Worst opening round of career for Jordan Spieth in LA

Picture: Getty
Picture: Getty
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World No 1 Jordan Spieth refused to write off his chances of winning the Northern Trust Open despite carding the worst opening round of his career at Riviera Country Club.

Spieth carded eight bogeys and a double bogey in an eight-over-par 79 which left him joint 142nd in the 144-man field, 16 shots behind leader Camilo Villegas.

But, having started the season by shooting 30 under par to win the Tournament of Champions by eight shots, the 22-year-old was not about to give up on an eighth PGA Tour title just yet.

“I felt like there was a couple rounds last week (in the AT&T Pebble Beach Pro-Am) where I shot two under and I was more miserable than I was today,” said Spieth, who shot 82 in the Memorial Tournament in 2013 and 80 in the Tour Championship in 2014.

“It’s just a day to forget. It’s one in, hopefully, every couple of years. I’ve shot in the 80s a couple times on tour. In the course of a career I imagine it’s going to happen. Just unfortunate when it actually does.

“It’s amazing. I feel really confident about where my game is and had a great range session. Cameron (McCormick, his coach) is here and there was nothing pinpointed that was wrong. I just played really poorly from good positions off the tee and didn’t strike the iron shots bad either. I just overdrew it when you can’t be left and I overcut it when you can’t be right. Just bad timing.”

Overnight rain had left the course playing much softer than usual and Spieth admitted he struggled to adapt to the unfamiliar conditions.

“I found it very difficult to trust the way the golf course is playing and I didn’t get off to a good start because of that,” the Masters and US Open champion added.

“I’ve never played the golf course soft. I’ve always played where you have to kind of float it on to the front of the greens and let it bounce and I just never trusted the adjustment.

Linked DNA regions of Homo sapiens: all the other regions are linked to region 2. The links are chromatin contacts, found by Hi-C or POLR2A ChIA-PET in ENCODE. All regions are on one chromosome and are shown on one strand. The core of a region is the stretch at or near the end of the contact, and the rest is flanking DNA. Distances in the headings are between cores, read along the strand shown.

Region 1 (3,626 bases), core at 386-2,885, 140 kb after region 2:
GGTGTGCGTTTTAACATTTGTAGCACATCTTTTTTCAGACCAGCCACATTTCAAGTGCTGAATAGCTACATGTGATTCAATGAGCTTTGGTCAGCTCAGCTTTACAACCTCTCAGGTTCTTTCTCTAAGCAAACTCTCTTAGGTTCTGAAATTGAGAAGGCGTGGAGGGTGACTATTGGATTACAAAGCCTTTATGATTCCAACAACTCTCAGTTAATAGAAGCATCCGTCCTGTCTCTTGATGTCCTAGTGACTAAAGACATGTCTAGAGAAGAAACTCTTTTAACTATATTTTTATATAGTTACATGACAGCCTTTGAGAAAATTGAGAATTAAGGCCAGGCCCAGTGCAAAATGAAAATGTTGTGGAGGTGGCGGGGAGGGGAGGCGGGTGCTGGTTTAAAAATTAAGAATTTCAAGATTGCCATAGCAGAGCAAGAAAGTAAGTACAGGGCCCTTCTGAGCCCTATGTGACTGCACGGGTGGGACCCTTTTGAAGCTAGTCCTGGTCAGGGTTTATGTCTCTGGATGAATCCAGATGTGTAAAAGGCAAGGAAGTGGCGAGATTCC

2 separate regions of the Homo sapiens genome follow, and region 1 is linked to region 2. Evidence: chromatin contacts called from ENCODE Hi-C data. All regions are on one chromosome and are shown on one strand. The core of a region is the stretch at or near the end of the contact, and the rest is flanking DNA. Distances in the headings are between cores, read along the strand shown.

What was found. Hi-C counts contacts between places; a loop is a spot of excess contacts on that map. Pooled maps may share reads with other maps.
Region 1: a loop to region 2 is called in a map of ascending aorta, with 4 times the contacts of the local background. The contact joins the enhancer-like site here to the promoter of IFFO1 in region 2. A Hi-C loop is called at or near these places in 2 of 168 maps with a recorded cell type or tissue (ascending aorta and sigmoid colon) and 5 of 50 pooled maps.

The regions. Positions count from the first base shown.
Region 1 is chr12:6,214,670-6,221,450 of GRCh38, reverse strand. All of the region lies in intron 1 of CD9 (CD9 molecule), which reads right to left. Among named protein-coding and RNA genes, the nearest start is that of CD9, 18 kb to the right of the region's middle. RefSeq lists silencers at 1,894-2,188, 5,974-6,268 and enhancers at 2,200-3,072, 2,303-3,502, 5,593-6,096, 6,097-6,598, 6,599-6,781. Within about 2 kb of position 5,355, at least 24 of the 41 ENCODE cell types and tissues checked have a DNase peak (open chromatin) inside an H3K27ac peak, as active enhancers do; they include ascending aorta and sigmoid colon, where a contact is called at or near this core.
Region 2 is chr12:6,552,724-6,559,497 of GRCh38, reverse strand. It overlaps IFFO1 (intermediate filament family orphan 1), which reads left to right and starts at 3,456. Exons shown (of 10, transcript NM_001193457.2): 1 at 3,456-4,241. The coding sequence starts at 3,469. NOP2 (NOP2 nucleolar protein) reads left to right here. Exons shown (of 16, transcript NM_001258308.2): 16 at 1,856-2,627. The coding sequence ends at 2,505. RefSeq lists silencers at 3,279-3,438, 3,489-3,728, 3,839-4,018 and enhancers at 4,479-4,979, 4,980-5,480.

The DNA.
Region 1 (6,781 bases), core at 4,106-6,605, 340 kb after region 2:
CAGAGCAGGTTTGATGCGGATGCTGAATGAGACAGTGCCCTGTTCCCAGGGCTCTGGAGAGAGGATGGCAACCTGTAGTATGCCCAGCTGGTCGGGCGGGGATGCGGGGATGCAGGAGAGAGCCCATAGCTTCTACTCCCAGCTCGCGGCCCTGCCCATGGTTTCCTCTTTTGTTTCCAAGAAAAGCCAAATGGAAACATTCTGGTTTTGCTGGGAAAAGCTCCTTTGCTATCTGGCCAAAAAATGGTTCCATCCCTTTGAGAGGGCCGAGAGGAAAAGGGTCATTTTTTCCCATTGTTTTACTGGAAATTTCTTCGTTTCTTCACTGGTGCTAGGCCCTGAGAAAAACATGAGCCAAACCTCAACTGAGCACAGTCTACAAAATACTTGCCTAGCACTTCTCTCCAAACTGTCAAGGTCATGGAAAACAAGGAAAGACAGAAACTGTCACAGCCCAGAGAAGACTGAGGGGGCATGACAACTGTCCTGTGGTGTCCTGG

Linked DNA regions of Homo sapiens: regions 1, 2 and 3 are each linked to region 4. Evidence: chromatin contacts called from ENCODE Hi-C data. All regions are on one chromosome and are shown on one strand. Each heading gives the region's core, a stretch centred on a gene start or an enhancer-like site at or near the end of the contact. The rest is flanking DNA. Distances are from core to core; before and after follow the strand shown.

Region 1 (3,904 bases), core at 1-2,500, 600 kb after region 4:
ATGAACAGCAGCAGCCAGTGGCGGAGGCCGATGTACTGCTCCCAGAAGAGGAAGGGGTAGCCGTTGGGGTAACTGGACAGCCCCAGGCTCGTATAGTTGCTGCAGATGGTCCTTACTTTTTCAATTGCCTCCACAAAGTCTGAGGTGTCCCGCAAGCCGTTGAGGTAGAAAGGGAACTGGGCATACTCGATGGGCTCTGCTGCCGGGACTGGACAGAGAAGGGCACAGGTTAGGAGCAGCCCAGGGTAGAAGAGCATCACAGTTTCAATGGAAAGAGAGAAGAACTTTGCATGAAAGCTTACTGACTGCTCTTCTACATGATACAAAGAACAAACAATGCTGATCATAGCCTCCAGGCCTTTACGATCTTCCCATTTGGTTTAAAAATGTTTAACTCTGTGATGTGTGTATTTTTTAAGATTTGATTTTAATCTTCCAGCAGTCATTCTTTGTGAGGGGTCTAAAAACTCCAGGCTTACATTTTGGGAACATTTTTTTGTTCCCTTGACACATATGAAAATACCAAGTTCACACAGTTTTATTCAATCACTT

“Again, it’s just a day to forget and I won’t think much on it. I’m not throwing this tournament away. I believe that I can shoot 10 under par on this golf course. There’s a nine under round right now (Villegas bogeyed his final hole) and I think I can do that. I’m not packing it in by any means.”

The good news for Spieth is that he responded well to each of his scores in the 80s, shooting 68 and 71 in the final rounds of the Memorial Tournament and Tour Championship respectively.

In contrast, Rory McIlroy was content with his opening-round effort at his first ever appearance at the event.

The world No 3 is this weekend looking to turn good performances into a first victory of the season.

McIlroy has got that bid off to a solid start in in California, carding a four-under-par 67.

The Northern Irishman birdied the first, 7th, 10th, 11th and 17th holes, before recovering from a bogey on the 15th with a birdie on the penultimate hole.

McIlroy told pgatour.com: “It was a solid round of golf. It’s my first time here competitively and I just wanted to get off to a decent start. There were a few opportunities on the back nine, which was the first nine, and I took advantage of a couple of them.

“I took advantage of a few chances I gave myself and 67 is a decent score.”

McIlroy would have been just one shot off the lead had it not been a scorching end to the round from Colombian Villegas.

Villegas struck an imperious 63 and peppered his card with birdies, including four in a row through holes five to eight. However, he blemished his round with a bogey five on the final hole which saw him miss out on the chance to equal the course record.

Chez Reavie, Bubba Watson and Luke List are tied second, with the American trio all ending the day five-under-par.

Scotland’s Martin Laird ended the day three-under and 2013 US Open champion Justin Rose was on two-under.